This won’t be an incredibly lengthy
review. I mean, we’re talking about spade bits here, not something with
batteries and lots of torque. We’ve used tons of wood boring bits over the
years, and the standard spade bit is a go-to tool for many consumers. It’s
inexpensive, fast and a favorite for quickly cutting through dimensional lumber
to run cabling, pipes or just about anything else.
Irwin makes a comprehensive line of
its Speedbor-branded spade bits. Though they cater their highest number of
sizes to their standard length bits, Irwin has a matrix of solutions that
vary in diameter as well as length. All come with a quick-change 1/4″
hex shank and the standard 6″ shank offers a full 17 selections which
range in size from 1/4″ to 1-1/2″. If you check, you’ll see that this
represents a different bit for each 1/8″ increment. The bits are available
in single packs and even 25-packs for commercial users who want to outfit their
entire crew with specific sizes.
In the short 4″ shank size
there are 6 selections which range from 1/2″ to 1-1/2″ in the more
common sizes (ie. Don’t look for 7/8″ you won’t find it). In the extra-long
16″ shank department, Irwin offers 6 selections, but in slightly differing
sizes. Even the 16″ shanks are available in 25-pack quantities and also
maintain the quick-change 1/4″ hex shank. These bits have their size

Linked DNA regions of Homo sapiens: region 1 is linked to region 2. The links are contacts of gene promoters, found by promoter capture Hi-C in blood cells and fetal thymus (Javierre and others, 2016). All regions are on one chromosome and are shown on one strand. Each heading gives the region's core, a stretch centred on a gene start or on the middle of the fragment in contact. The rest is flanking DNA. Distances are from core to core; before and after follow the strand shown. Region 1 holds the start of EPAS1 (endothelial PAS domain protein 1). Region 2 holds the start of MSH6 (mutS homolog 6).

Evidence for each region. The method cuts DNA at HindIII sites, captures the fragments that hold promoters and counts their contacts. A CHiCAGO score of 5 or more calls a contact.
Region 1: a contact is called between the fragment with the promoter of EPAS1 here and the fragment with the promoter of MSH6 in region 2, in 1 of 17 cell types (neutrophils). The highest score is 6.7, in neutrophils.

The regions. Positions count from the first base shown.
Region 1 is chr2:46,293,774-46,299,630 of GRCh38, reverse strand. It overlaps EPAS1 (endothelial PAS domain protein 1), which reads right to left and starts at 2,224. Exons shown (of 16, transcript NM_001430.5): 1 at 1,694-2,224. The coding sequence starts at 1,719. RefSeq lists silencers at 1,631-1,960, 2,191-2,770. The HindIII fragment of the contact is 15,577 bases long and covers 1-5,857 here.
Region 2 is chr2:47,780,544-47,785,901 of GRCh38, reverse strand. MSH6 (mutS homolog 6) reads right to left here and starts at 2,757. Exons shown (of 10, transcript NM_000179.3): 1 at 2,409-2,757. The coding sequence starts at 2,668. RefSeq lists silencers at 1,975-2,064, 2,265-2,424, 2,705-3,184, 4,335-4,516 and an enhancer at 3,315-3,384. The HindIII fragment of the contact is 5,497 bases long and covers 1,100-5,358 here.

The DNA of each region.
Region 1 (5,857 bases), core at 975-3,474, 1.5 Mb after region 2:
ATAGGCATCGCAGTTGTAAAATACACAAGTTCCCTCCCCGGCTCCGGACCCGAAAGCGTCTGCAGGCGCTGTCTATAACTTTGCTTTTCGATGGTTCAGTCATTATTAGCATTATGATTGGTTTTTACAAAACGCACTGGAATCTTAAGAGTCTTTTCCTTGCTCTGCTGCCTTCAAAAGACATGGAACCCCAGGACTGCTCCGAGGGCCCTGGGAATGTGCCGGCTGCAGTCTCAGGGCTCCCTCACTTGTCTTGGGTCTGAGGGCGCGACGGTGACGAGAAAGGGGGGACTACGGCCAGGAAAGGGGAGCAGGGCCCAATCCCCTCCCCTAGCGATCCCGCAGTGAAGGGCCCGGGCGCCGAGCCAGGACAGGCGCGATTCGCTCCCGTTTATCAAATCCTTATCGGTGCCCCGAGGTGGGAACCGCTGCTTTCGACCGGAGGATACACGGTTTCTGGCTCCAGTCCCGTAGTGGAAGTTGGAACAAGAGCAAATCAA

etched on the sides – deep enough that they won’t rub off during their expected
life cycle. There is no center hole, so you won’t be able to hang these bits on
a peg board (plan on keeping them in a tool chest to avoid oxidation).
We drilled several holes with a
7/8″ Irwin Speedbor spade bit and found it to be consistent and hold its
edge well. The sharp tip always allowed us to have a precise starting point and
avoid ‘drift.’ After a “bunch” of holes (our technical term for
“more than 20 and less than 100″) we finally got a hole where the bit
showed some tearing around the entry edge. This happened when we didn’t
carefully align the blade vertically at the start of the hole. Now, this is
more of a problem with spade bits in general and not the Irwin. In fact, the
raised edges on the Irwin bits (standard with most spade bits these days) worked
well to prevent this breakout in most holes. To get the smoothest edge, just be
sure to start at a slower speed and then ramp it up to full speed once the
initial hole is started.
Overall, we really like these bits.
They are a standard in the industry in that they are both inexpensive and
consistent performers. Irwin differs from some of the other brands in that they
have a shallower, deeper ejection bevel on the side of the bits. This doesn’t
seem to effect performance one way or the other – at least not that we could
tell, and the shavings certainly seemed to eject from the hole quickly and
without binding. We’d recommend Irwin bits for any application, be it
commercial or for the do-it-yourself project user. You can’t really go wrong
with these tools.
About Irwin Industrial Tools
IRWIN Industrial Tools manufactures and distributes professional grade hand
tools and power tool accessories worldwide for trade professionals who demand
superior performance and durability on the job. IRWIN Industrial Tools’ brand
portfolio features user-preferred category leaders such as IRWIN®, Vise-Grip®,
Marathon®, Quick-Grip®, Speedbor®, Strait-Line®, Unibit®, and Hanson®.